RocketHub Cofounder on His Startup That Sold for Millions

Brian Meece advises entrepreneurs to help solve problems that give people a headache

8 February 2017

Brian Meece was a musician and filmmaker when he helped found RocketHub in 2009. The startup was one of the first crowdfunding platforms to hit the market. Meece was looking for a way to help artists raise money online for their creative endeavors, but the site did not fully take off until science researchers and entrepreneurs used it to seek funding from the public.

RocketHub was acquired in 2015—in a deal valued at US $15 million—by EFactor Group, an online resource center for entrepreneurs. The crowdfunding platform now will be used solely to help raise money for startups. RocketHub initiated tens of thousands of projects on its platform in its first five years, with almost half collecting funds, Meece says. Amounts ranged from $100 to $500,000. The company took up to an 8 percent commission of the total amount raised.

Meece was a speaker at last year’s IEEE N3XT, which helps entrepreneurs launch and grow their ventures. At the October event, in Toronto, he spoke about founding, scaling, and exiting RocketHub. He was also featured in the A&E Networks documentary, The Startup Factor, which follows small businesses as they take their ventures to the next level.

In this interview, Meece discusses how he grew his company.

What gave you the idea to start a crowdfunding platform?

I started to see the crowdfunding model emerge in the early 2000s when indie filmmakers and other creative types began raising money through their personal networks. Singer-songwriter Jill Sobule, for example, sought to raise $10,000 from fans to produce her next album after her record company dropped her. She received almost $100,000. Creating a platform where people could post such projects was a happy experiment for me and my cofounders.

Since you don’t have a technology background, how did you find the right partners to help you make your idea a reality?

Much like forming a band, I looked for cofounders to help me launch it who could play different instruments well, so to speak. I needed a “lead guitarist” to build the tech platform; a “drummer” to keep the venture on track, making sure we stuck to budgets and met projections; and so on. We each had complementary skills, and came together around a common goal to add value to our community and help it get exposure.

When building a team, you need chemistry, and you have to feel inspired being around one another. I’m proud of the work we did.

Your platform started off for people in the arts, but scientists and entrepreneurs also used RocketHub. Were you hesitant to move away from your original vision?

We welcomed it. We were pioneering a whole new sector. Having any user be successful on the platform was a win. While building the company, I was earning a master’s degree at Columbia in negotiation and conflict resolution. Research students at the school heard about RocketHub and asked to use it, because they hadn’t received grant money to complete their research project.

One project in particular that got a lot of attention was called “Breaking Good.” Researchers from Columbia and Princeton received roughly $25,000 on RocketHub to design their own crystal meth lab to find out why the drug is so addictive. This was when Breaking Bad [a show about a high school chemistry teacher who turns to making and selling methamphetamine] was at its peak. Other RocketHub science projects were featured in an article in Wired in December 2013 selected by Bill Clinton and Bill Gates who were guest editors.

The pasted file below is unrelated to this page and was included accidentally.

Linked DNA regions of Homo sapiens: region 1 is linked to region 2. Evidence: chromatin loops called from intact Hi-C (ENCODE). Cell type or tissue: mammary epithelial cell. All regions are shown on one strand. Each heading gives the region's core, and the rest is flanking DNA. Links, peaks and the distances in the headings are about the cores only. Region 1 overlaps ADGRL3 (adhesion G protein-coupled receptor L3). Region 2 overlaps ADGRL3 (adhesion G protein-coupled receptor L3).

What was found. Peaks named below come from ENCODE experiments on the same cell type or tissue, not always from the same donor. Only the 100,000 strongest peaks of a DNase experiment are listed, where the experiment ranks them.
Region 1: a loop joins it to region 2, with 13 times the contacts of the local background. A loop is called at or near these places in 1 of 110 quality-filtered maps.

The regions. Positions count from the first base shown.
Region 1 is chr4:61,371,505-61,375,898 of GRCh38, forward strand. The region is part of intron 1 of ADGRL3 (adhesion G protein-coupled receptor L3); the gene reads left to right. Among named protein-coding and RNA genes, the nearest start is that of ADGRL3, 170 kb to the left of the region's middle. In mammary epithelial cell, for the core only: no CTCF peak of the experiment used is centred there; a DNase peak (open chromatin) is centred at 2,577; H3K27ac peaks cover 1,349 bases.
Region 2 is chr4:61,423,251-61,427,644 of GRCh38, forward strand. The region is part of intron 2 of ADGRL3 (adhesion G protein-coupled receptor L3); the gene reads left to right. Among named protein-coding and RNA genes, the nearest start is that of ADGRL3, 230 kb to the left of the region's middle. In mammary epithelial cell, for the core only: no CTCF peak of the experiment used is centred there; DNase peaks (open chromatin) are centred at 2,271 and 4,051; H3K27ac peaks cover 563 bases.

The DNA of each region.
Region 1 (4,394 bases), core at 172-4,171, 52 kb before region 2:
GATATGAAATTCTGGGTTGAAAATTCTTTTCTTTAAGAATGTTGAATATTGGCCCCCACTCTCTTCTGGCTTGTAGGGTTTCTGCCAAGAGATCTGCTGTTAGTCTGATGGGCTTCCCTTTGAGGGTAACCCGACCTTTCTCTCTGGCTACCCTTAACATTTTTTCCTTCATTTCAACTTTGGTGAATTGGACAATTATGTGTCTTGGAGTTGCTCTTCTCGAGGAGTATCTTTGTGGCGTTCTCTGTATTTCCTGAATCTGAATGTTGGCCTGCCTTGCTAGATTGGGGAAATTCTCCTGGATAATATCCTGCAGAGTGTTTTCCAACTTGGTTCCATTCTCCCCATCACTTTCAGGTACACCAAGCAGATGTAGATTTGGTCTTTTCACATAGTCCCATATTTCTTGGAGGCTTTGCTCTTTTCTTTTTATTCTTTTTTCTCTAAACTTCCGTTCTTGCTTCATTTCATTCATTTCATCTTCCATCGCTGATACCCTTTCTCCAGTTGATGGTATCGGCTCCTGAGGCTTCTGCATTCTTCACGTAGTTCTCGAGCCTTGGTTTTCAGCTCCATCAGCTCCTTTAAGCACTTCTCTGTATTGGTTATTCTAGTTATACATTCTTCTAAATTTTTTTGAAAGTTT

As the startup boom emerged, entrepreneurs also began using the platform. They became the fastest-growing segment on the site. It all happened organically.

RocketHub remained one of the largest crowdfunding platforms despite competition. Why not continue to grow it? Why sell?

During my time at RocketHub, we were always cultivating new growth opportunities, and felt the merger-and-acquisition route was an attractive option, especially when compared to self-funded growth or pursuing significant venture capital. And as entrepreneurs, we were ready to move our endeavor to the next level of scale, and continue on our own career growth as well.

RocketHub connected with EFactor Group because it was a strategic fit. The company worked with entrepreneurs who were already benefiting from RocketHub and was looking to further develop its own funding division.

What advice do you have for other founders on how they can attract buyers?

It might sound contrary, but sometimes the best thing a founder of a company can do is not worry too much about being acquired. Oftentimes, larger companies seek out startups that are breaking ground in new areas, have traction in that area, have a talented team, and have sound financial fundamentals. My advice is to build something great and try to be the best in the world at it.

While there is a lot of buzz around innovation in the startup world, focus first on pain points. Solve a problem that’s a real headache for people; try to simplify or eliminate it. For me and my cofounders, we knew getting access to capital was challenging, and traditional methods for raising money were becoming more difficult. By solving this problem, we became leaders in crowdfunding—which presented opportunities for us that we didn’t anticipate. Always ask yourself: How can I add value where no one else has?

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